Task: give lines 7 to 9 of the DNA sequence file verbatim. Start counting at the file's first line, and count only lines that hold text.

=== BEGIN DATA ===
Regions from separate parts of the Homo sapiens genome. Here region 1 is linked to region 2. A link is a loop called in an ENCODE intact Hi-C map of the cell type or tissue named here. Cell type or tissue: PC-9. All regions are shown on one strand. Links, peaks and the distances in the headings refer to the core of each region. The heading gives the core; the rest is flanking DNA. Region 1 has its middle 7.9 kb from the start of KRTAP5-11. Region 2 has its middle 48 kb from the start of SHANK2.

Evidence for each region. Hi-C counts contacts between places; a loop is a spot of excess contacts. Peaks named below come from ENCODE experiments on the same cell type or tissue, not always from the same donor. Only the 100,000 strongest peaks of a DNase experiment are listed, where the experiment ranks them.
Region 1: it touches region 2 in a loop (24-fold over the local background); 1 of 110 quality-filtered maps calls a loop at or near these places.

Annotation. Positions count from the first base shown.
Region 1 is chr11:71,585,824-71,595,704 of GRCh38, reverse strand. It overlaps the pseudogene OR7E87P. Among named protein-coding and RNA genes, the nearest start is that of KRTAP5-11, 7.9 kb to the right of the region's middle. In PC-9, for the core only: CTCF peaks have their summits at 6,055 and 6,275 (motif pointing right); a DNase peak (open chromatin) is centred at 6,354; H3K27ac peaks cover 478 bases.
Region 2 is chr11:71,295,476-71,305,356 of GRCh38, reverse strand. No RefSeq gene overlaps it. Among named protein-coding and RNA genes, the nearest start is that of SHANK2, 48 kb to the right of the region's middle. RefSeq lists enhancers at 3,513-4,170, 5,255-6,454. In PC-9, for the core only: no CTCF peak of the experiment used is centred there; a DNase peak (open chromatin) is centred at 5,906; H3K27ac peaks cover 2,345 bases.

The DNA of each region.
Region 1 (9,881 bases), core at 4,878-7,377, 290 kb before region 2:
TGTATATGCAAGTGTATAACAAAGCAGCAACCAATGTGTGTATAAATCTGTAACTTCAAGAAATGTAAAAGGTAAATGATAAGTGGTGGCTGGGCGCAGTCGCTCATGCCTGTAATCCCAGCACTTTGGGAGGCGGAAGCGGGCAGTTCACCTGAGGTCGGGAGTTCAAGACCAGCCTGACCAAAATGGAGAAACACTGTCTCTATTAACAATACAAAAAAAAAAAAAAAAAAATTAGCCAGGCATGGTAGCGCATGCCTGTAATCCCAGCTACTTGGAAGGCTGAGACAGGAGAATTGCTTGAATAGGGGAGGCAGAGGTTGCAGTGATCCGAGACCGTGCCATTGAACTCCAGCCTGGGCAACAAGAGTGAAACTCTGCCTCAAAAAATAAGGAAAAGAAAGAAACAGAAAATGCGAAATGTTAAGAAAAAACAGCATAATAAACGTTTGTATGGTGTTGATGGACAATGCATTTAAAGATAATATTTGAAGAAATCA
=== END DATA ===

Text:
The DNA of each region.
Region 1 (9,881 bases), core at 4,878-7,377, 290 kb before region 2:
TGTATATGCAAGTGTATAACAAAGCAGCAACCAATGTGTGTATAAATCTGTAACTTCAAGAAATGTAAAAGGTAAATGATAAGTGGTGGCTGGGCGCAGTCGCTCATGCCTGTAATCCCAGCACTTTGGGAGGCGGAAGCGGGCAGTTCACCTGAGGTCGGGAGTTCAAGACCAGCCTGACCAAAATGGAGAAACACTGTCTCTATTAACAATACAAAAAAAAAAAAAAAAAAATTAGCCAGGCATGGTAGCGCATGCCTGTAATCCCAGCTACTTGGAAGGCTGAGACAGGAGAATTGCTTGAATAGGGGAGGCAGAGGTTGCAGTGATCCGAGACCGTGCCATTGAACTCCAGCCTGGGCAACAAGAGTGAAACTCTGCCTCAAAAAATAAGGAAAAGAAAGAAACAGAAAATGCGAAATGTTAAGAAAAAACAGCATAATAAACGTTTGTATGGTGTTGATGGACAATGCATTTAAAGATAATATTTGAAGAAATCA